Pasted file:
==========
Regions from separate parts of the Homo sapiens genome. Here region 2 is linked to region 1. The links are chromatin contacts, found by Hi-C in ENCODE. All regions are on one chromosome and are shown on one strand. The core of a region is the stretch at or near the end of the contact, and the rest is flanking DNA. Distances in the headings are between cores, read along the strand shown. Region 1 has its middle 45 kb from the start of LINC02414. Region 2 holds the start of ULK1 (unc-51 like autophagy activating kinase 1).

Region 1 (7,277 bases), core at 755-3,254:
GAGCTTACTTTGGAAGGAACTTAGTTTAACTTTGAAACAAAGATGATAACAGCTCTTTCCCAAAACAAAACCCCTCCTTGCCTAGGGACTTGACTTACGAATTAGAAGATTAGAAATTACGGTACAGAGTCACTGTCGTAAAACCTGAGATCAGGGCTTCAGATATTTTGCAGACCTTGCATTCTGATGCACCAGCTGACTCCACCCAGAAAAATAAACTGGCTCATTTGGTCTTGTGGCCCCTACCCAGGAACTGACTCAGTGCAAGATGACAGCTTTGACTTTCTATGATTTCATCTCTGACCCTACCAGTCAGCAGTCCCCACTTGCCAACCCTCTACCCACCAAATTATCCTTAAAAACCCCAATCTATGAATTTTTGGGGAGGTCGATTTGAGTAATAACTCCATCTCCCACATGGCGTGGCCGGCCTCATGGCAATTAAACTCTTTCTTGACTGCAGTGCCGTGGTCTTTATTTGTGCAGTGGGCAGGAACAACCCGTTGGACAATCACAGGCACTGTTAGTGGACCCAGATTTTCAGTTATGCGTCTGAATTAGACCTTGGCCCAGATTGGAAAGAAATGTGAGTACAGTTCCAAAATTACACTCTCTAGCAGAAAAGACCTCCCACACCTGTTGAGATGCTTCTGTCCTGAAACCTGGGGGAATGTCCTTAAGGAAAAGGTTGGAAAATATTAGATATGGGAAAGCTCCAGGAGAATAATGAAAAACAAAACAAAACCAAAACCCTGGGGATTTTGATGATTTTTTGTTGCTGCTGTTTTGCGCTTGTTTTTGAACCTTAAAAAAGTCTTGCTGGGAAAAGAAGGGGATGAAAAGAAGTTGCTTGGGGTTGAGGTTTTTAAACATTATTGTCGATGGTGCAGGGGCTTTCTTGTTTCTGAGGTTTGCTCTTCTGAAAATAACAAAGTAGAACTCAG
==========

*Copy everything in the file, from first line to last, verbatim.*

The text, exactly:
Regions from separate parts of the Homo sapiens genome. Here region 2 is linked to region 1. The links are chromatin contacts, found by Hi-C in ENCODE. All regions are on one chromosome and are shown on one strand. The core of a region is the stretch at or near the end of the contact, and the rest is flanking DNA. Distances in the headings are between cores, read along the strand shown. Region 1 has its middle 45 kb from the start of LINC02414. Region 2 holds the start of ULK1 (unc-51 like autophagy activating kinase 1).

Region 1 (7,277 bases), core at 755-3,254:
GAGCTTACTTTGGAAGGAACTTAGTTTAACTTTGAAACAAAGATGATAACAGCTCTTTCCCAAAACAAAACCCCTCCTTGCCTAGGGACTTGACTTACGAATTAGAAGATTAGAAATTACGGTACAGAGTCACTGTCGTAAAACCTGAGATCAGGGCTTCAGATATTTTGCAGACCTTGCATTCTGATGCACCAGCTGACTCCACCCAGAAAAATAAACTGGCTCATTTGGTCTTGTGGCCCCTACCCAGGAACTGACTCAGTGCAAGATGACAGCTTTGACTTTCTATGATTTCATCTCTGACCCTACCAGTCAGCAGTCCCCACTTGCCAACCCTCTACCCACCAAATTATCCTTAAAAACCCCAATCTATGAATTTTTGGGGAGGTCGATTTGAGTAATAACTCCATCTCCCACATGGCGTGGCCGGCCTCATGGCAATTAAACTCTTTCTTGACTGCAGTGCCGTGGTCTTTATTTGTGCAGTGGGCAGGAACAACCCGTTGGACAATCACAGGCACTGTTAGTGGACCCAGATTTTCAGTTATGCGTCTGAATTAGACCTTGGCCCAGATTGGAAAGAAATGTGAGTACAGTTCCAAAATTACACTCTCTAGCAGAAAAGACCTCCCACACCTGTTGAGATGCTTCTGTCCTGAAACCTGGGGGAATGTCCTTAAGGAAAAGGTTGGAAAATATTAGATATGGGAAAGCTCCAGGAGAATAATGAAAAACAAAACAAAACCAAAACCCTGGGGATTTTGATGATTTTTTGTTGCTGCTGTTTTGCGCTTGTTTTTGAACCTTAAAAAAGTCTTGCTGGGAAAAGAAGGGGATGAAAAGAAGTTGCTTGGGGTTGAGGTTTTTAAACATTATTGTCGATGGTGCAGGGGCTTTCTTGTTTCTGAGGTTTGCTCTTCTGAAAATAACAAAGTAGAACTCAG